Well, that’s all changing now. Oregon viticulturists have planted French clones that produce fantastic Chardonnay in the state’s mostly cool climate winegrowing regions. But no one knows about this yet!
So, here’s a tip – start checking out Oregon Chardonnay. You’re going to have a very pleasant surprise.
Or, maybe you’re ahead of the pack and have already found some favorite Oregon Chardonnays. We’d love to hear about them.
If you’re on a driving tour of California wine country, here’s a travel tip: some regions are much easier to navigate than others. Here’s a list of our top 3 Easiest—
1. Napa – That’s a no-brainer, right? A straight shot up hwy. 29, with fabulous wineries left and right, restaurants practically in your lap … Of course, there is the little matter of traffic in the summertime especially. We suggest taking one of the “crossings” roads over to Silverado Trail to escape any jams. That route too has dozens of wineries worth the visit.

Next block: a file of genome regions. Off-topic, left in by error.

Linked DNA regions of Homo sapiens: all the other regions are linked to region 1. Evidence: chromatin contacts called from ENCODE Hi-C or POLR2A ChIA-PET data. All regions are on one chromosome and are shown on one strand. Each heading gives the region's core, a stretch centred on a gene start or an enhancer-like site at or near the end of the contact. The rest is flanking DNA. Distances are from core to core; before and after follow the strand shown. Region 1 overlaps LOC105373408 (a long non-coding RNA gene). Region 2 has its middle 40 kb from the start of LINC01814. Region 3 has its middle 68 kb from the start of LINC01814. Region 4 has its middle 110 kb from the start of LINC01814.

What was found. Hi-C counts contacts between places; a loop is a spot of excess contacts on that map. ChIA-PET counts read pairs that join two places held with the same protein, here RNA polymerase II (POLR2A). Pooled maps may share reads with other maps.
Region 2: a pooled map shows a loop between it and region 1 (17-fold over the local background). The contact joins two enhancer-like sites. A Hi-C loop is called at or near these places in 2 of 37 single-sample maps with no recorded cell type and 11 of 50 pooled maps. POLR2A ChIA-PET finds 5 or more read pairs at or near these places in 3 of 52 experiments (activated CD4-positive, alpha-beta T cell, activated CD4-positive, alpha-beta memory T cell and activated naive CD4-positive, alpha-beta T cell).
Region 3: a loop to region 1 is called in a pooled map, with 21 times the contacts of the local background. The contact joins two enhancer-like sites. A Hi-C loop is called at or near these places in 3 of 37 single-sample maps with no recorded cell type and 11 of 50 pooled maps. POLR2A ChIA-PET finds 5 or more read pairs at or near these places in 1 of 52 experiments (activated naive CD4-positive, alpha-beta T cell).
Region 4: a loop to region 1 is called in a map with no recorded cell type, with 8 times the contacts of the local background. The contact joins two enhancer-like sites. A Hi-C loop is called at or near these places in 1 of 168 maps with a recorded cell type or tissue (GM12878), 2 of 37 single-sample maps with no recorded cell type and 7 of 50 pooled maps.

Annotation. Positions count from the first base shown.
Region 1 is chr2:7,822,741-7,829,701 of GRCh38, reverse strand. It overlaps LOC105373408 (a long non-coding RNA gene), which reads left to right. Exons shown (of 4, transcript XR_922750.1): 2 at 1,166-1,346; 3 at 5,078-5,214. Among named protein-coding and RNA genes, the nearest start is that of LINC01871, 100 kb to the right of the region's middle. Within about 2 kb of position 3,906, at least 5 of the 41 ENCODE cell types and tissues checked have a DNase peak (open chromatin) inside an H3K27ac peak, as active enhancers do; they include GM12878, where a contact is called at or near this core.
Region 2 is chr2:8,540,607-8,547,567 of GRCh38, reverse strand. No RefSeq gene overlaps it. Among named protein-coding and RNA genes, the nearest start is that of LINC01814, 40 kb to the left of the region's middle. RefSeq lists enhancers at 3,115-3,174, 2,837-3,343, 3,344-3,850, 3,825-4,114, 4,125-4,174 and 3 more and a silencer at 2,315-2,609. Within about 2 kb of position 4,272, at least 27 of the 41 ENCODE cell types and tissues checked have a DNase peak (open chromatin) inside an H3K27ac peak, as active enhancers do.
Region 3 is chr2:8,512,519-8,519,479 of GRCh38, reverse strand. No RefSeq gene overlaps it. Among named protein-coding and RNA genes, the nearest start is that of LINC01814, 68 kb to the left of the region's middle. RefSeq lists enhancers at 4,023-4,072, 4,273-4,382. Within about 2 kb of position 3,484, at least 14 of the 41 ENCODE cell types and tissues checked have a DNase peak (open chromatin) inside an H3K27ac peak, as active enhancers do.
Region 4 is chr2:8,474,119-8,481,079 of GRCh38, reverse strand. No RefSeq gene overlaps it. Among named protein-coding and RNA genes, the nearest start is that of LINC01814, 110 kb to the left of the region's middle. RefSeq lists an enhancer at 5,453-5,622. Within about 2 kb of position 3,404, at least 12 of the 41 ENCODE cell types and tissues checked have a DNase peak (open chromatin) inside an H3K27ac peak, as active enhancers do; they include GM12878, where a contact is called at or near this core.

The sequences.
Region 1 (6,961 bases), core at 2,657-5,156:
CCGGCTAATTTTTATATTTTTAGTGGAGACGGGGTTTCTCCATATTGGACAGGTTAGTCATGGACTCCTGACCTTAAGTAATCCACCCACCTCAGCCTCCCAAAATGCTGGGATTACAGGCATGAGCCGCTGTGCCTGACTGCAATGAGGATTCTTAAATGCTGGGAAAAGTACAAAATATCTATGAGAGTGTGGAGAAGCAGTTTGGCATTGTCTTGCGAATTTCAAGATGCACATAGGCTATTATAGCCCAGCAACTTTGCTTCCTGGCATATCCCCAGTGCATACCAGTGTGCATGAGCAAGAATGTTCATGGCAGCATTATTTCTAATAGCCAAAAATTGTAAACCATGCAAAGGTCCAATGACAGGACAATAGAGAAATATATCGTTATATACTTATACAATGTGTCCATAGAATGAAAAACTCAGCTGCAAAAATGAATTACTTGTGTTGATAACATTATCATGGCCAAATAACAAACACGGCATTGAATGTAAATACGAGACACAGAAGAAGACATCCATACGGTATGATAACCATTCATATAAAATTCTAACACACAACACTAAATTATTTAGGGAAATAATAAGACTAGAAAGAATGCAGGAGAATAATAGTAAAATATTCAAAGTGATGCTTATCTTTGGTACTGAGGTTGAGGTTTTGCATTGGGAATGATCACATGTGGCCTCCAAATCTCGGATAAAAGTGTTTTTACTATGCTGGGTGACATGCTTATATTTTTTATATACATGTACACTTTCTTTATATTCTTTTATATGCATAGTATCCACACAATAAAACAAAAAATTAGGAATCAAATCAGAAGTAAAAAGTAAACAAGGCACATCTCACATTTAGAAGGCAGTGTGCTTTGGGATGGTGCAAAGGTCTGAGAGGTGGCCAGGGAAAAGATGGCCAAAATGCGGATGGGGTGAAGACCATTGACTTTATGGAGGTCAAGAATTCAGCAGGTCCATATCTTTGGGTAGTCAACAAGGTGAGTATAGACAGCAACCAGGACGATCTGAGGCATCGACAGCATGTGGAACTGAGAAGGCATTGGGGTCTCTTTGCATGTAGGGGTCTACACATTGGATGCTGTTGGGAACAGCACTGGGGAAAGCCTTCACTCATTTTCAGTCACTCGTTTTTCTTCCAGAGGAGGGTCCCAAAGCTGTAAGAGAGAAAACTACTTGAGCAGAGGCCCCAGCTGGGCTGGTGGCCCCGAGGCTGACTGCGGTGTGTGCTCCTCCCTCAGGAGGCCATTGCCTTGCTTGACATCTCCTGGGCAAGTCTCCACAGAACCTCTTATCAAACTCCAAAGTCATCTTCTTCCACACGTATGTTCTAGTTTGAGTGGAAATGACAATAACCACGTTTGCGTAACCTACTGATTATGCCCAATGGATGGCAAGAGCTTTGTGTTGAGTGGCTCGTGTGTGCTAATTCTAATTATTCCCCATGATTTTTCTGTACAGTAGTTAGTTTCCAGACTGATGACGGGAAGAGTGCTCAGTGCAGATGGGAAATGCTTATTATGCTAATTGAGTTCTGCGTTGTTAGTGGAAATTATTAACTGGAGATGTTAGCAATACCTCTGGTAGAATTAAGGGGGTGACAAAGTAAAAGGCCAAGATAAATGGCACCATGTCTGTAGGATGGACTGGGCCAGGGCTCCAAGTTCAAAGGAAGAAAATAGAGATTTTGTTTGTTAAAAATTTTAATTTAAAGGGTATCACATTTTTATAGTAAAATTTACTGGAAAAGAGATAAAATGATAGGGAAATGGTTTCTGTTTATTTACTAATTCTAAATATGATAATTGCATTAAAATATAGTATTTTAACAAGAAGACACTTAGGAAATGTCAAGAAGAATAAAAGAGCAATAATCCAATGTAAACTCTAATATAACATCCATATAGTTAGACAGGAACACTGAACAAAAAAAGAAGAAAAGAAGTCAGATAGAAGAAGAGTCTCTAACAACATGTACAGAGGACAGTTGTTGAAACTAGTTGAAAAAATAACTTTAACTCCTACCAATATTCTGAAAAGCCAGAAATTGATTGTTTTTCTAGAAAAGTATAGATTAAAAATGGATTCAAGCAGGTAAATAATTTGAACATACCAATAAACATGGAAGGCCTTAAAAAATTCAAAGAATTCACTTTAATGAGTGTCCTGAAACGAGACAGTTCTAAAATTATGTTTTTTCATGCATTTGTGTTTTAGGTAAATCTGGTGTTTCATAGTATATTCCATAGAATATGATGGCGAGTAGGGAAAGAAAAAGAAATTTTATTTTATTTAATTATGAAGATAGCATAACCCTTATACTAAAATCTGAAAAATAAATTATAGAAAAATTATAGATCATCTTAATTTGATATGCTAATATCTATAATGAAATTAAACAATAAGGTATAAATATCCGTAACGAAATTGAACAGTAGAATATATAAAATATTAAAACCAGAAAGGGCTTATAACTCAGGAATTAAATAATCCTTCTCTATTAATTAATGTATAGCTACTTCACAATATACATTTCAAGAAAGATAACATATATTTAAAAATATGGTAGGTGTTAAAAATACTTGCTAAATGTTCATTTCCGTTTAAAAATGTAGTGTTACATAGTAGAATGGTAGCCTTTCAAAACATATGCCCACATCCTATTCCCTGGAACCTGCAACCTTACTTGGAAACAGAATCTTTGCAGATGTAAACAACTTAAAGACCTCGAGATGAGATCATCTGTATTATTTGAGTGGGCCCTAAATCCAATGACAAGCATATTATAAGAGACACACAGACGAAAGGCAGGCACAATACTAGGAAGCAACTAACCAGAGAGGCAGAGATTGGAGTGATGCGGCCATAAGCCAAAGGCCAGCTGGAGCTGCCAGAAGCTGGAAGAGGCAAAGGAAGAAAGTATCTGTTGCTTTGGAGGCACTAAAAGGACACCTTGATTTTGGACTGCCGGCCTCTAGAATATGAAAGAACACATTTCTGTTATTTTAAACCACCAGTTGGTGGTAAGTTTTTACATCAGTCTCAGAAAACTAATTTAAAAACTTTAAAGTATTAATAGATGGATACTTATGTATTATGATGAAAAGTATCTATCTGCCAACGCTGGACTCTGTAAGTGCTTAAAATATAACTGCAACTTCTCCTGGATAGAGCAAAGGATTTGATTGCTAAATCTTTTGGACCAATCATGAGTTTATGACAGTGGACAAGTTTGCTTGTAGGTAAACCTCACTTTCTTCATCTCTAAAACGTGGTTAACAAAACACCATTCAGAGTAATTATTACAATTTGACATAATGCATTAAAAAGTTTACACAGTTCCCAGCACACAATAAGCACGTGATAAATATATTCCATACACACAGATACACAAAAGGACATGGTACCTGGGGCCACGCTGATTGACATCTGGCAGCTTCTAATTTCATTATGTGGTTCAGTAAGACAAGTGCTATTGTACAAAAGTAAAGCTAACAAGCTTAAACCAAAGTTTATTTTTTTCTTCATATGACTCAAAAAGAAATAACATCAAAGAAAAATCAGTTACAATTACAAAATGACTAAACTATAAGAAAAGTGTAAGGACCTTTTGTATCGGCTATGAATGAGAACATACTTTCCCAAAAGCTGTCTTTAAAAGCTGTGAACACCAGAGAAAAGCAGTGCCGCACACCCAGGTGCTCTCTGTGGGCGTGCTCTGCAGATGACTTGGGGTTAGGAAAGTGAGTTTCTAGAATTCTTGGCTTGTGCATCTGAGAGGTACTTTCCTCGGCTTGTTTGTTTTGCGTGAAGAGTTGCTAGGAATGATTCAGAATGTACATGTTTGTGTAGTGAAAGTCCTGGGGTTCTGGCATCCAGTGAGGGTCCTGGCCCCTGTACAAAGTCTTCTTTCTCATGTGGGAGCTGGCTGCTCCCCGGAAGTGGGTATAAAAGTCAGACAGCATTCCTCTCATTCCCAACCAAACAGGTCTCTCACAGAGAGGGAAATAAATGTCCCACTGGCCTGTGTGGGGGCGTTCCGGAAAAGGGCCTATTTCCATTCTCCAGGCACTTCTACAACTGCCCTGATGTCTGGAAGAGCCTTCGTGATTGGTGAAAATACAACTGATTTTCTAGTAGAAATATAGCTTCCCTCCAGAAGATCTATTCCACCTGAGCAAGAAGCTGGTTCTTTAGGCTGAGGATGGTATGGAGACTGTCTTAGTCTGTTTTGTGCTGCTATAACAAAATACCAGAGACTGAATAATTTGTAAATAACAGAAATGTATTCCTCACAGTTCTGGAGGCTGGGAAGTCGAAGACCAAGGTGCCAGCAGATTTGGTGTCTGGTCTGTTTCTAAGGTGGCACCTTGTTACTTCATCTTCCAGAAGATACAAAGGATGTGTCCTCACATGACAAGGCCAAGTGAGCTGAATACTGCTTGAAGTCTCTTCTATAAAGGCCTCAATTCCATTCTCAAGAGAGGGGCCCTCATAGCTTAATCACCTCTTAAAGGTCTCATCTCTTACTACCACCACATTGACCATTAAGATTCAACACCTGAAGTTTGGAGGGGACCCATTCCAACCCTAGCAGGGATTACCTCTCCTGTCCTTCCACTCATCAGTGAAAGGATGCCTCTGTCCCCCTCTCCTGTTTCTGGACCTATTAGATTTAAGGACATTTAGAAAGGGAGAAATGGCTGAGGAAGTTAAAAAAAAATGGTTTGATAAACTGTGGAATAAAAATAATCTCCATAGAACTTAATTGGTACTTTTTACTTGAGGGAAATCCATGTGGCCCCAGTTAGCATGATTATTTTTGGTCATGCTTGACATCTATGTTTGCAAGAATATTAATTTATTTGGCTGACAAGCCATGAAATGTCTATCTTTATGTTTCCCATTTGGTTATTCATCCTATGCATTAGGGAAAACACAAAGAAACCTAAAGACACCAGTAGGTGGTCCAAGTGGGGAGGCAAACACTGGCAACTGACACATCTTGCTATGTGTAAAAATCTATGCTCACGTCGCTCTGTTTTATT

2. Temecula – Another easy does it valley. Again, the wineries dot the landscape. It’s like shooting fish in a barrel, southern California style.
3. Dry Creek Valley – Terrific wineries and one of the prettiest valleys in California wine country. Along with its charm comes a wonderful winemaking history plus nearby Healdsburg, a wine world all by itself.
How about you? Any “user friendly” wine country to share?
Want to give a wine party this summer? Make it easy on yourself with these 2 simple wine party ideas.
1. BYOB & App: Instead of a potluck, ask every guest to bring an appetizer and a bottle of wine they think pairs beautifully with it. Easy!
2. Appellation Match: Choose one varietal and two appellations. Ask half your guests to bring a varietal from one appellation, and half from the other.
So, the varietal could be Chardonnay from Sonoma and Santa Barbara. Or Cabernet from Napa and Paso Robles. Or Pinot Noir from Sonoma and Monterey…etc.
Meanwhile, you’ll make appetizers and a light meal where Chardonnay can be the star.
As a party host, you can appreciate how these party ideas reduce your workload so you can enjoy the party yourself.